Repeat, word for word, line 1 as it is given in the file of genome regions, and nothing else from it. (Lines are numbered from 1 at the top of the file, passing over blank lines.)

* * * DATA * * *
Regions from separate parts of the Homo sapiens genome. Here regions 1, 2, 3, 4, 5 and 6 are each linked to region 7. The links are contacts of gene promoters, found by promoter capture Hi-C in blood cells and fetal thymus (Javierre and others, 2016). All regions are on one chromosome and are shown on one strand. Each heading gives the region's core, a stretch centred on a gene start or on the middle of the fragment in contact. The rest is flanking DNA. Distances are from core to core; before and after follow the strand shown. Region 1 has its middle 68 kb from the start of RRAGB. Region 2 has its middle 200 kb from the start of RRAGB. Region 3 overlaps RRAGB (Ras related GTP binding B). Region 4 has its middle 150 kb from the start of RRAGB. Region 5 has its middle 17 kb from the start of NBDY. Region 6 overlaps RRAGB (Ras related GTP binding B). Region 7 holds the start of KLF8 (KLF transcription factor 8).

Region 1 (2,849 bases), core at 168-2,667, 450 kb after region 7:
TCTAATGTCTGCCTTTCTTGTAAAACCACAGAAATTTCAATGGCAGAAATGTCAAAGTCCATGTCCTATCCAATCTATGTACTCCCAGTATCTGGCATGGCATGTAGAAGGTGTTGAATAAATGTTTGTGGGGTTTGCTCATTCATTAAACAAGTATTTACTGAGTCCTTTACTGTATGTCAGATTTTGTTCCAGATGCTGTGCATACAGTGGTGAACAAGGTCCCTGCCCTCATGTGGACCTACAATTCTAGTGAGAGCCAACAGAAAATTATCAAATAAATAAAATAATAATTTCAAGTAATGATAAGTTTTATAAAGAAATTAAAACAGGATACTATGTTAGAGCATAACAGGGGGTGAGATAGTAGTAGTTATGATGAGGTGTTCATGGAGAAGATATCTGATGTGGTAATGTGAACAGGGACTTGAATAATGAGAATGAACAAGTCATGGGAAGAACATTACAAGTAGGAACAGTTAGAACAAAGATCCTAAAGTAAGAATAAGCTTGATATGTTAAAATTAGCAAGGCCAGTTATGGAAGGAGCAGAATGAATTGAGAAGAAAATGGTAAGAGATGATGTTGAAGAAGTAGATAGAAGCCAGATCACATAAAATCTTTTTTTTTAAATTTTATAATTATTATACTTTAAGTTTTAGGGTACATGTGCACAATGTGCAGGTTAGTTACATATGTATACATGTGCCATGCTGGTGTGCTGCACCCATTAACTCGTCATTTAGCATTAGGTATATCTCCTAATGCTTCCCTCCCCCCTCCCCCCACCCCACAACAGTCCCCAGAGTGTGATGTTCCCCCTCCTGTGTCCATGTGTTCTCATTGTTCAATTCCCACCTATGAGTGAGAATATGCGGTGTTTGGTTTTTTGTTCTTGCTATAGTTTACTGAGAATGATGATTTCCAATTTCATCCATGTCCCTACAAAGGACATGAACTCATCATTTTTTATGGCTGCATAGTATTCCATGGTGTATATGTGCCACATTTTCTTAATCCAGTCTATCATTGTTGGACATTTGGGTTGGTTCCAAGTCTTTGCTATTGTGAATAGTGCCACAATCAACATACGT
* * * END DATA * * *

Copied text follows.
Regions from separate parts of the Homo sapiens genome. Here regions 1, 2, 3, 4, 5 and 6 are each linked to region 7. The links are contacts of gene promoters, found by promoter capture Hi-C in blood cells and fetal thymus (Javierre and others, 2016). All regions are on one chromosome and are shown on one strand. Each heading gives the region's core, a stretch centred on a gene start or on the middle of the fragment in contact. The rest is flanking DNA. Distances are from core to core; before and after follow the strand shown. Region 1 has its middle 68 kb from the start of RRAGB. Region 2 has its middle 200 kb from the start of RRAGB. Region 3 overlaps RRAGB (Ras related GTP binding B). Region 4 has its middle 150 kb from the start of RRAGB. Region 5 has its middle 17 kb from the start of NBDY. Region 6 overlaps RRAGB (Ras related GTP binding B). Region 7 holds the start of KLF8 (KLF transcription factor 8).